Latest Videos

{{ currentStream.Name }}

Related Video

Continuous Play:
ON OFF

The information you requested is not available at this time, please check back again soon.

More Video

Jun 21, 2017

'No happy ending to this really crappy movie': Former Sears Canada CEO

People walk past the main Sears store in downtown Vancouver, British Columbia February 23, 2011.

Security Not Found

The stock symbol {{StockChart.Ric}} does not exist

See Full Stock Page »

The former chief executive of Sears Canada (SCC.TO) doesn’t think there’s a light at the end of the tunnel for the troubled retailer. In an interview with BNN, Mark Cohen, now director of retail studies at Columbia University, said the company’s days are almost certainly numbered as reports swirl that it's mere weeks away from entering creditor protection.

“There’s no happy ending to this really crappy movie that we’re watching,” Cohen said. “Unless the company can find a new source of liquidity, sell off a substantial number of additional stores, come up somehow with a boatload of cash and find a way to improve their running performance, the company really does not have a future.”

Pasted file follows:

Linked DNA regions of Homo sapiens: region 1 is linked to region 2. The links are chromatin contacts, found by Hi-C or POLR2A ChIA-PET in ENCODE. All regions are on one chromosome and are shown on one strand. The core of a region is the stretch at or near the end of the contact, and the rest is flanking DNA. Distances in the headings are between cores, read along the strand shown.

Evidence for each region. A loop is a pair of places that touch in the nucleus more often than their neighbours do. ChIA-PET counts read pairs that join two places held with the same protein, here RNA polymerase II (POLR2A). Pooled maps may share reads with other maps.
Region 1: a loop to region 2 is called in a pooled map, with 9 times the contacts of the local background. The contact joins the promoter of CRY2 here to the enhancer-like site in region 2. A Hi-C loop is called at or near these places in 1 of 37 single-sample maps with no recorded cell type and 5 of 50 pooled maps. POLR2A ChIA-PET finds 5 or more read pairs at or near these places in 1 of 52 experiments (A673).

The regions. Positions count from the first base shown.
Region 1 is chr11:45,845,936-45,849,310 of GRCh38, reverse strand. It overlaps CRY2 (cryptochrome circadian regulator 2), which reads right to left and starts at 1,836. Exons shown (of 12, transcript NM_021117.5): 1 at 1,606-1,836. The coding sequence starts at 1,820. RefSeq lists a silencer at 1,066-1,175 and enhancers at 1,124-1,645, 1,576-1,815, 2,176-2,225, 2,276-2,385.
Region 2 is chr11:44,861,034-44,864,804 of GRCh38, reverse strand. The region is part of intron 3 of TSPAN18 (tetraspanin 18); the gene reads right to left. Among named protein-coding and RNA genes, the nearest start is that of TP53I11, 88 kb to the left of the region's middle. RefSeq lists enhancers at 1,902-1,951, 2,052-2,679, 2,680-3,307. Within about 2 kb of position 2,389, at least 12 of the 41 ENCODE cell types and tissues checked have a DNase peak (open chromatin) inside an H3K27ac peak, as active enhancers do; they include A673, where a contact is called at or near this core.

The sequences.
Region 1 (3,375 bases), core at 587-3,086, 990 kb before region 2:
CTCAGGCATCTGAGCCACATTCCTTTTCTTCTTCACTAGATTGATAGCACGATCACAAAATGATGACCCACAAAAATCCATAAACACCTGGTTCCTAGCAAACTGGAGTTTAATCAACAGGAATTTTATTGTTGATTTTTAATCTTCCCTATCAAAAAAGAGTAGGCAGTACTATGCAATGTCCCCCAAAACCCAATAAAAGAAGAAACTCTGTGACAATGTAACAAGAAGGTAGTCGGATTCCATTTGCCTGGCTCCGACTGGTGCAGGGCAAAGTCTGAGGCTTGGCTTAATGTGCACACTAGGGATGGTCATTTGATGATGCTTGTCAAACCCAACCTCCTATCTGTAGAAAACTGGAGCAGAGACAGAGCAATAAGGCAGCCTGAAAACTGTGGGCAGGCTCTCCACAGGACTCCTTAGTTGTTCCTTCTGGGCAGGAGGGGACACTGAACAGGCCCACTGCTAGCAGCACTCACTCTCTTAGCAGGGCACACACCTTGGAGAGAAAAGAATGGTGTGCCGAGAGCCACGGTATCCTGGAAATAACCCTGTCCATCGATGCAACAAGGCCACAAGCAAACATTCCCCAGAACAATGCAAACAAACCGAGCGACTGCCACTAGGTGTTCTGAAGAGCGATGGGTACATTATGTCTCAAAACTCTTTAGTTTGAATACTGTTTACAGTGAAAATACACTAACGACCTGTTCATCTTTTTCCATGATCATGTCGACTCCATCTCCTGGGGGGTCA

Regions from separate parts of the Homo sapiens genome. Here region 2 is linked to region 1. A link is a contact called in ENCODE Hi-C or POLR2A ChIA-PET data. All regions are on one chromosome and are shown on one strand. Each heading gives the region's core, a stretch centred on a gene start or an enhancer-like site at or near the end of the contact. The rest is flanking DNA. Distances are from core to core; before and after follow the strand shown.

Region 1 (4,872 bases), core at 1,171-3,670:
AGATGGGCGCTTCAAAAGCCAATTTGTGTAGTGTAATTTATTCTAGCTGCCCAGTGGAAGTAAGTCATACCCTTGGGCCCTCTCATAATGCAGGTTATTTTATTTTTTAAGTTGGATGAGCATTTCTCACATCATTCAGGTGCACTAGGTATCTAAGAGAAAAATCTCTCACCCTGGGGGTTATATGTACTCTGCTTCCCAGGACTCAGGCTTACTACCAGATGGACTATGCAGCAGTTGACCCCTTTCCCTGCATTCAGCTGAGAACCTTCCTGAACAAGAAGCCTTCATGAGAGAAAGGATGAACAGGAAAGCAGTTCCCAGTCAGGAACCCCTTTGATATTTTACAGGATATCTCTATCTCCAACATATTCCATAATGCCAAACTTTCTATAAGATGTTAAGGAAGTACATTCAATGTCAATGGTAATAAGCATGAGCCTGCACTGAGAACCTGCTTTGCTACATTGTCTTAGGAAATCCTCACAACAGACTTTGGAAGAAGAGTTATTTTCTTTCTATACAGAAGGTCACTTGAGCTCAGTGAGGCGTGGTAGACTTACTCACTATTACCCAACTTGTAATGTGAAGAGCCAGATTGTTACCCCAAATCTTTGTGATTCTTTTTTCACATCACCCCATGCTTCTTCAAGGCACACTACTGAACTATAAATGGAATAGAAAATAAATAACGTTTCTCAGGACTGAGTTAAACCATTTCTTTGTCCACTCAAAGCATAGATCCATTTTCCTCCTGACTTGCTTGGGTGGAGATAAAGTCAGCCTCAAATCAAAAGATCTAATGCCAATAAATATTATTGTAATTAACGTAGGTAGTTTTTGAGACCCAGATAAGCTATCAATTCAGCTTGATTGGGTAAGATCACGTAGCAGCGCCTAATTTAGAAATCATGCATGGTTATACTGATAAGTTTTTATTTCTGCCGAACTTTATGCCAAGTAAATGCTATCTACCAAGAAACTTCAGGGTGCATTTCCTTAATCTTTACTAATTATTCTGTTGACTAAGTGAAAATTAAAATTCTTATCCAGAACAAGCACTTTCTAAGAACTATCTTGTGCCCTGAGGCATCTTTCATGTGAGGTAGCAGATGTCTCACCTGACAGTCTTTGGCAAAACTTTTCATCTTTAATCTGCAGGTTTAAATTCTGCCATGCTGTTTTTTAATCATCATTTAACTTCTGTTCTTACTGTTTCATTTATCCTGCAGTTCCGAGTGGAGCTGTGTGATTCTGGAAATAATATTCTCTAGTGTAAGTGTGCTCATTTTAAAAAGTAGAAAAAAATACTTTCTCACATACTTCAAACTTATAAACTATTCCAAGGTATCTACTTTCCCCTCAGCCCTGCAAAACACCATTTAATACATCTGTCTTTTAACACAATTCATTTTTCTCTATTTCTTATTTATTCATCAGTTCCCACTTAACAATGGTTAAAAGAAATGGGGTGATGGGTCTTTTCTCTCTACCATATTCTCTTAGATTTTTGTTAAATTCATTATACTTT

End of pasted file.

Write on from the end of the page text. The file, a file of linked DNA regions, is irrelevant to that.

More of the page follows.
Sears Canada has been under pressure in recent quarters as changing consumer tastes and poor product decisions hammer the bottom line. The company reported a 15.2 per cent decline in first-quarter revenues due to pronounced weakness in the company’s direct order business, an area where Cohen said it should have thrived.

“Sears Canada had a unique opportunity to counter [difficult retail conditions] because of the power of their direct consumer business,” he said. “Unfortunately in the last years, the company has more or less walked away from that entire channel.”



In conjunction with disappointing quarterly results posted last Tuesday, Sears Canada announced it had retained BMO Capital Markets and law firm Osler, Hoskin & Harcourt to explore strategic alternatives for the company, including a possible sale. Cohen said suppliers will likely be spooked by the uncertainty surrounding the company – including Sears Canada’s warning that it may not generate sufficient cash flow to meet its obligations.

“I’ve heard from some folks who would reliably know that the company has been cut off by some major vendors,” he said. “[Vendors] have also looked at the company’s balance sheet and have noted the statements that the company has made about its concerns about being a going concern. Anyone supplying Sears Canada has, for some time, had the company on some form of alert.”

“At some point, you’ve run out of cash, you’ve run out of credibility and you just can’t keep the lights on.”